Fishing fatality prompts call for safer vessels

The brother of the 51-year-old fisherman from Alert Bay who died when the Miss Cory capsized is calling for safety improvements to the industry.

Mel Rocchio was in the engine room when the vessel took less than two minutes to capsize Monday afternoon after listing in calm waters near Comox, off Cape Lazo. It was the first day of the commercial seine roe-herring fishery in the Strait of Georgia.

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Four other crew members survived.

Rocchio’s brother, Jim, also a veteran of the commercial fishing industry, said a 19.5-metre-long boat doesn’t sink that fast unless there are “catastrophic failures.”

He said he wants to see a full investigation into his brother’s death.

“If anything, we need to learn from this,” he said. “I really feel in my heart that no one else should have to go through this. Identify the problem and correct it so other people don’t lose a brother, or uncle or grandfather.”

Glenn Budden, a marine investigator with the Transportation Safety Board, said witnesses reported the boat was alongside another boat and hauling up the catch when the accident happened.

Budden said it’s too early to determine whether the boat became overloaded from the weight of the fish.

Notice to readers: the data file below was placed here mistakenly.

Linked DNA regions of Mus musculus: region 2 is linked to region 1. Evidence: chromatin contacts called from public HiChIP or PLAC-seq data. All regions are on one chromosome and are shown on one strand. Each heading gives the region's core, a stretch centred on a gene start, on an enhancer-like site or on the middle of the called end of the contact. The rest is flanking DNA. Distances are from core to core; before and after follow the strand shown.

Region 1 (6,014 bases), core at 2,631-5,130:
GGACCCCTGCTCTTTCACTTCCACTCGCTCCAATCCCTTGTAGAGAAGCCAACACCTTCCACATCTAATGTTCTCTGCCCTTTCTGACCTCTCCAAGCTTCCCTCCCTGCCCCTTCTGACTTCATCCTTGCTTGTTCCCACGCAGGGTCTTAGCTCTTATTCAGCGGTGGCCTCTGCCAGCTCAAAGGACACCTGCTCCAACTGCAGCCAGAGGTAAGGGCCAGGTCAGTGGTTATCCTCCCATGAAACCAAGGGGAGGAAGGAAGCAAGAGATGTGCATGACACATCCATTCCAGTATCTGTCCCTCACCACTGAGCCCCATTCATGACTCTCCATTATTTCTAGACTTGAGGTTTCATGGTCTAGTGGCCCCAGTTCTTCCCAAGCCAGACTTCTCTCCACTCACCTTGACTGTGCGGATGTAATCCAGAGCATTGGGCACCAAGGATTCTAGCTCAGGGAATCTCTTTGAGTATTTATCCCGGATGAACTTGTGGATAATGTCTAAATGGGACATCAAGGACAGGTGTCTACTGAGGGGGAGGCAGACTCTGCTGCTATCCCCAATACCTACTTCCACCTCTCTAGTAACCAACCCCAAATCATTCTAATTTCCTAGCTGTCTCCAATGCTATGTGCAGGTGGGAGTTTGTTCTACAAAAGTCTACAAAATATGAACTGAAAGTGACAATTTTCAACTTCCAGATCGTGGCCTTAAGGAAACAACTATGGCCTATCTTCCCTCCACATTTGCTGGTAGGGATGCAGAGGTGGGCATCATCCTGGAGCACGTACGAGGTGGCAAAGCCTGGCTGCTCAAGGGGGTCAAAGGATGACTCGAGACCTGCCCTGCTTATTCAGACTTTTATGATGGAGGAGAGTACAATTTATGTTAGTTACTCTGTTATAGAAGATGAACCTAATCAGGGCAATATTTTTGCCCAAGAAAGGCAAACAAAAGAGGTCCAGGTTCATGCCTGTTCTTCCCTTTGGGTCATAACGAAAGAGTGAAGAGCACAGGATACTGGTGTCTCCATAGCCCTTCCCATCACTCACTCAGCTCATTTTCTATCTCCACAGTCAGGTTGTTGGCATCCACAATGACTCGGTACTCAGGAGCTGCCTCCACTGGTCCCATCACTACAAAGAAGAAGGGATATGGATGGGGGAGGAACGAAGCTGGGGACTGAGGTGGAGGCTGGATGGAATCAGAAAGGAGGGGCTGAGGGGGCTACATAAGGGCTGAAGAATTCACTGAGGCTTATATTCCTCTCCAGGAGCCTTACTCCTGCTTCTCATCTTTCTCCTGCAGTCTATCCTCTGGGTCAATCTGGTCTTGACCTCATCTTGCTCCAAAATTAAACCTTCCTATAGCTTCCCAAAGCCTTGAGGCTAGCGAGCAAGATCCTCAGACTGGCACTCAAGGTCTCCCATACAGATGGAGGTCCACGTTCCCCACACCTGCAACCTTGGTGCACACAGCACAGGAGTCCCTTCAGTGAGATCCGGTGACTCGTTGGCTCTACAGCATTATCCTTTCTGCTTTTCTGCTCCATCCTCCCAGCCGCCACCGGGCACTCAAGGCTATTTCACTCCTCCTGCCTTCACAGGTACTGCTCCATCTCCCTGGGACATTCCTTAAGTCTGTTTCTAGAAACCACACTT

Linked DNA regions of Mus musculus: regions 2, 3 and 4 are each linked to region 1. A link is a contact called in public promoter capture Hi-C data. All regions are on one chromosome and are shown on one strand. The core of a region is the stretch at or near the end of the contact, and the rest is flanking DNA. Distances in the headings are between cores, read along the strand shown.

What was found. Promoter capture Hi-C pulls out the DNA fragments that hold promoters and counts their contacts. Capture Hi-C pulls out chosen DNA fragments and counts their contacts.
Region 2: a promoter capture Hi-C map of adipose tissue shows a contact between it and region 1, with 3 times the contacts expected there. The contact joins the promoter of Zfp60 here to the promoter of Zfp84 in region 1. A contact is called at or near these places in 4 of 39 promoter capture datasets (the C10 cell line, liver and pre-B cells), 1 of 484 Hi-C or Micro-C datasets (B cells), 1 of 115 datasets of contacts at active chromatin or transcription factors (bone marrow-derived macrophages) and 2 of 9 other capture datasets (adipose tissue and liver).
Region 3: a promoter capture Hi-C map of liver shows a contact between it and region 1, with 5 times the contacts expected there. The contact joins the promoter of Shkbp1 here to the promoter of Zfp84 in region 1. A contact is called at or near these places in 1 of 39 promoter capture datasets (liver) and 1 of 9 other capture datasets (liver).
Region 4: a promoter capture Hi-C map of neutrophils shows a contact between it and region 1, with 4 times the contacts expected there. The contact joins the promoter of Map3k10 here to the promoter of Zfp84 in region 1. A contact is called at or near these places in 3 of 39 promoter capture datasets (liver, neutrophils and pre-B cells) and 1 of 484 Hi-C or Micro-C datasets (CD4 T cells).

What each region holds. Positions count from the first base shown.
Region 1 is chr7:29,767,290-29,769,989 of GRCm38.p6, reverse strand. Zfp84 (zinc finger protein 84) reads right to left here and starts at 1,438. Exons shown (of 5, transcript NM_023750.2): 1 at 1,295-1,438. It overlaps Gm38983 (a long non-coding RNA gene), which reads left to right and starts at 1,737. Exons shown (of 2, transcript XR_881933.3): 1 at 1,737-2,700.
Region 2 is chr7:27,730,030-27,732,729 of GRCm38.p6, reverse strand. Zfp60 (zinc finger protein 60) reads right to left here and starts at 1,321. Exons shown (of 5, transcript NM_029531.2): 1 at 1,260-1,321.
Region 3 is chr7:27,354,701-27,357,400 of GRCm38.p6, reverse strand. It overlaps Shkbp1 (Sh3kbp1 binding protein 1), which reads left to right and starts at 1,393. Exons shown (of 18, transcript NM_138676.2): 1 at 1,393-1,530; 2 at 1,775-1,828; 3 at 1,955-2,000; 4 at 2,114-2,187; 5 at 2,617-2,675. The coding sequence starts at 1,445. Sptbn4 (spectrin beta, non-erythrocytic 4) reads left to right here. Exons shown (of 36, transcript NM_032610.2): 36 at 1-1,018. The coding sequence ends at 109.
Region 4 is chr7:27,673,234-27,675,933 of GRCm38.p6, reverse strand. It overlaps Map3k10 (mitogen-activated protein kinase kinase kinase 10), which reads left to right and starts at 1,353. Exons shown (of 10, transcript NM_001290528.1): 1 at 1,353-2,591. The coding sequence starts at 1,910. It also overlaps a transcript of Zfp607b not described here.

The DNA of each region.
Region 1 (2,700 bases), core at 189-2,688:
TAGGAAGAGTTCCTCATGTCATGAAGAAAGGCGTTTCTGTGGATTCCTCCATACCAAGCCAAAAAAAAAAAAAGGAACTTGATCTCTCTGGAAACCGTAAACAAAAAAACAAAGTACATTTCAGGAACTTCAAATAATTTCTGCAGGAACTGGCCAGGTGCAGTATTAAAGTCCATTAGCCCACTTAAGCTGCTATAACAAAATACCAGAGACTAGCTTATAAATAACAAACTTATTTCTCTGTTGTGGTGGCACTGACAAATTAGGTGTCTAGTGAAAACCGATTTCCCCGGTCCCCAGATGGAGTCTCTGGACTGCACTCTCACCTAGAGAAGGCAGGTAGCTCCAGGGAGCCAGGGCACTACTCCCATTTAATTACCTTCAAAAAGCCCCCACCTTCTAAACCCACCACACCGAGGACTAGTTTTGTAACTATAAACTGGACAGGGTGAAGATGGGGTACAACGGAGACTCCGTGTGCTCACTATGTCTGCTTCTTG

Jim Rocchio said he fears that the age of the boat was a factor in causing it to sink so quickly. The Miss Cory was built in 1956 and based in Prince Rupert, according to Transport Canada’s marine vessel registry.

Rocchio said many boats built in the 1950s are still in operation, and they are risky for crew members.

“This isn’t going to stop until there’s more regulations,” he said.

David Christian, a retired commercial fisherman who runs a small boat-repair business, said boats heavier than 15 gross tons, such as the Miss Cory, must go through a Transport Canada steamship inspection every five years.

“It’s a very expensive and thorough inspection that’s done in the shipyards,” Christian said. “I think that’s why you don’t find that many old wooden boats in the industry anymore.”

He said many of the newer boats are made of steel, fibreglass and aluminum, but even they can be compromised when 100 tonnes of fish are hauled in.

Since 1993, a quota system has guaranteed fishermen with herring licences a share of the catch. That represented a significant safety improvement from decades ago, when fishermen would take great risks to haul in the most fish.

An industry group called Fish Safe provides safety training for commercial fishermen, advising them of the dangers of overloading boats and what to do in the case of an emergency.

Rocchio said the fact that his older brother went down to the engine room to turn off the pumps speaks to the character of a man always willing to help.

The four other crew members on the Miss Cory were tossed into the water and rescued by a nearby vessel. A search of the area by Canadian Coast Guard vessels and a Cormorant helicopter failed to locate Mel Rocchio.

Jim Rocchio said the RCMP told him the boat is under 400 metres of water and it that it likely will be impossible to recover his brother’s body so long as it is trapped inside the boat.

Along with Jim, Mel Rocchio had two older siblings, Doug and Becky. Mel and Jim Rocchio followed in the footsteps of their father, a commercial fisherman and logger at Zeballos.

Work Safe B.C. is investigating the accident.

kderosa@timescolonist.como

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